File this one under gee whiz, or – if it pans out – file it under in a few years we won't be needing nearly as much gasoline to power motor vehicles anymore.

Stories of amazing tech possibilities come out all the time, but one reported last week with more than a little hope attached to it is about a lab-based experimental battery invented by MIT students based on a two-part liquid electrolyte called “Cambridge Crude.”

The battery is being developed for EVs and grid storage and reportedly could deliver more energy density than lithium-ion batteries while being more cost effective. Even more intriguing is it could overcome a common objection to present-tech batteries in that it can be “refueled” with the pump-able liquid as petrol cars do in minutes, thus promising to relegate long recharging times to distant memory.


Cambridge Crude. A new kind of black gold?

The project’s supervising professor, Yet-Ming Chiang – one of the founders of A123 Systems – said the team's mission was no less than "to reinvent the rechargeable battery," and he expects to have a fully operational prototype suitable for electric cars in the next 18 months.

The new battery, which you can read more about in a technical paper , has been licensed to 24M Technologies which is working on perfecting the recipe, as it were. This Massachusetts-based organization branched from A123 Systems – which itself branched from MIT – and is doing the research with $16 million in venture capital and U.S. Department of Defense funding.

According to MIT News, the battery employs an innovative architecture called a semi-solid flow cell. In it, charged particles float in a liquid carrier between two containers.

The battery’s electrically active components – the positive and negative electrodes, or cathodes and anodes – are composed of particles suspended in the liquid electrolyte.

These two different suspensions are intended to be stored in separate tanks in a vehicle, then slowly pumped through systems separated by a filter, such as a thin porous membrane. When they come in contact, they exchange ions and create electricity.

“[The] new kind of flow battery is fueled by semi-solid suspensions of high-energy-density lithium storage compounds that are electrically ‘wired’ by dilute percolating networks of nanoscale conductor particles,” MIT said in a summary statement.

The battery's separation feature is in contrast to conventional batteries in which energy storage and discharge take place in the same structure. Chiang said batteries can be designed more efficiently by separating these functions.

To recharge, electricity is input to separate the particles that make up each electrode. A couple potential ways to quickly “refuel,” would be either pumping out the expended liquid slurry, and replacing with fresh, similar to gas or diesel (except the pumping out part). Or, a complete tank swap system could be designed such as Better Place now proposes with solid batteries.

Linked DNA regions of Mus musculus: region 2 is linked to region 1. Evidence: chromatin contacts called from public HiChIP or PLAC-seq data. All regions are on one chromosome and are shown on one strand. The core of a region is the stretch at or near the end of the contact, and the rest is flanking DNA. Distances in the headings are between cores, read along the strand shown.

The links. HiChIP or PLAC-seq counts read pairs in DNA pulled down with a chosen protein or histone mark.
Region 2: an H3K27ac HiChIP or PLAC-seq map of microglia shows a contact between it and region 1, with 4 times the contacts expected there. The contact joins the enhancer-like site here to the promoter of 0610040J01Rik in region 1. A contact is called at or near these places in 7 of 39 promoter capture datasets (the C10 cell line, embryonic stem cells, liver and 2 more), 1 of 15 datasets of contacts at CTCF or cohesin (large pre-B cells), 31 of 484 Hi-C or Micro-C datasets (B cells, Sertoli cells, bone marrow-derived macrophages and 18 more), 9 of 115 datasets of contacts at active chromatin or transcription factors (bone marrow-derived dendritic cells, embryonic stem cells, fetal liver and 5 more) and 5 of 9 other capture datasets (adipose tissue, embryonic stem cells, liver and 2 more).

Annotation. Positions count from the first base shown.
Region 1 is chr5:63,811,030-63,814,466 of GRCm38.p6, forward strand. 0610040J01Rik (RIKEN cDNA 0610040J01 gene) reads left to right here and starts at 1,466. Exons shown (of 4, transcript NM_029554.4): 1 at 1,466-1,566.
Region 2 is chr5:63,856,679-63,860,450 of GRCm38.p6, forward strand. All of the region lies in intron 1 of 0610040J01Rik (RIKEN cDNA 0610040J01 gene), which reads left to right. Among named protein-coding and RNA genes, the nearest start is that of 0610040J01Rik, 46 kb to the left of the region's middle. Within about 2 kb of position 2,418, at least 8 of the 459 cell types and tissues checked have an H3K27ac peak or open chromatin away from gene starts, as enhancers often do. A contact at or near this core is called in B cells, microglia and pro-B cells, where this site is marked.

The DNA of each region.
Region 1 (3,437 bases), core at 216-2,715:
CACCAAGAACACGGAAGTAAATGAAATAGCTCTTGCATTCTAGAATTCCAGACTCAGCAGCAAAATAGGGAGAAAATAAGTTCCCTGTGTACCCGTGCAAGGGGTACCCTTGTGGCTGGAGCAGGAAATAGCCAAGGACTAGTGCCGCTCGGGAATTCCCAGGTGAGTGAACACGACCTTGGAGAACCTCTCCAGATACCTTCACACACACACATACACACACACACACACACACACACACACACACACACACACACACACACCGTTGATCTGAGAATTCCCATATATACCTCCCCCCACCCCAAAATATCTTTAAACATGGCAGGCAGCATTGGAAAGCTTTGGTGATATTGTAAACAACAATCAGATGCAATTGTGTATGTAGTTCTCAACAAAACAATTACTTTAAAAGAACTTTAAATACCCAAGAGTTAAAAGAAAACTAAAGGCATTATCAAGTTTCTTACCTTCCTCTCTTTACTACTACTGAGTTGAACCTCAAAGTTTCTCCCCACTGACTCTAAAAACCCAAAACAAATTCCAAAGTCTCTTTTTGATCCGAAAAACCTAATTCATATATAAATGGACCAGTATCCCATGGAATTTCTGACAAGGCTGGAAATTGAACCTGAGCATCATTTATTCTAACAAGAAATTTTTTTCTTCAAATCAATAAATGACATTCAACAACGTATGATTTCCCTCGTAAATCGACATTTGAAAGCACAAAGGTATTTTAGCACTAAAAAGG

Until now, flow battery technology has been known, but energy density was too low. Cambridge Crude is said to have 10 times more energy density than previous liquid flow battery electrolytes. It is actually a fairly dense gel-like liquid that need not circulate very quickly, and instead “kind of oozes,” Chiang said.


MIT's "Cambridge Crude" flow battery.

The unique difference of the MIT design is that it utilizes proven lithium-ion chemistry broken into tiny particles merged into the liquid matrix.

The initial promise of Cambridge Crude's has MIT researchers hoping that they may have invented a completely new family of viable batteries.

MIT News cited Yury Gogotsi, distinguished university professor at Drexel University and director of Drexel’s Nanotechnology Institute who offered validation for the research.

“The demonstration of a semi-solid lithium-ion battery is a major breakthrough that shows that slurry-type active materials can be used for storing electrical energy.” This advance, he says, “has tremendous importance for the future of energy production and storage.”

Gogotsi cautioned research is still required to find better cathode and anode materials and electrolytes, but added, “I don’t see fundamental problems that cannot be addressed – those are primarily engineering issues. Of course, developing working systems that can compete with currently available batteries in terms of cost and performance may take years.”

This time estimate is on the high side from Chiang's year-and-a-half projection for a working prototype EV battery, so we shall see whether the optimists or pessimists win.

Source: The Atlantic Wire , MIT News , MIT Online Library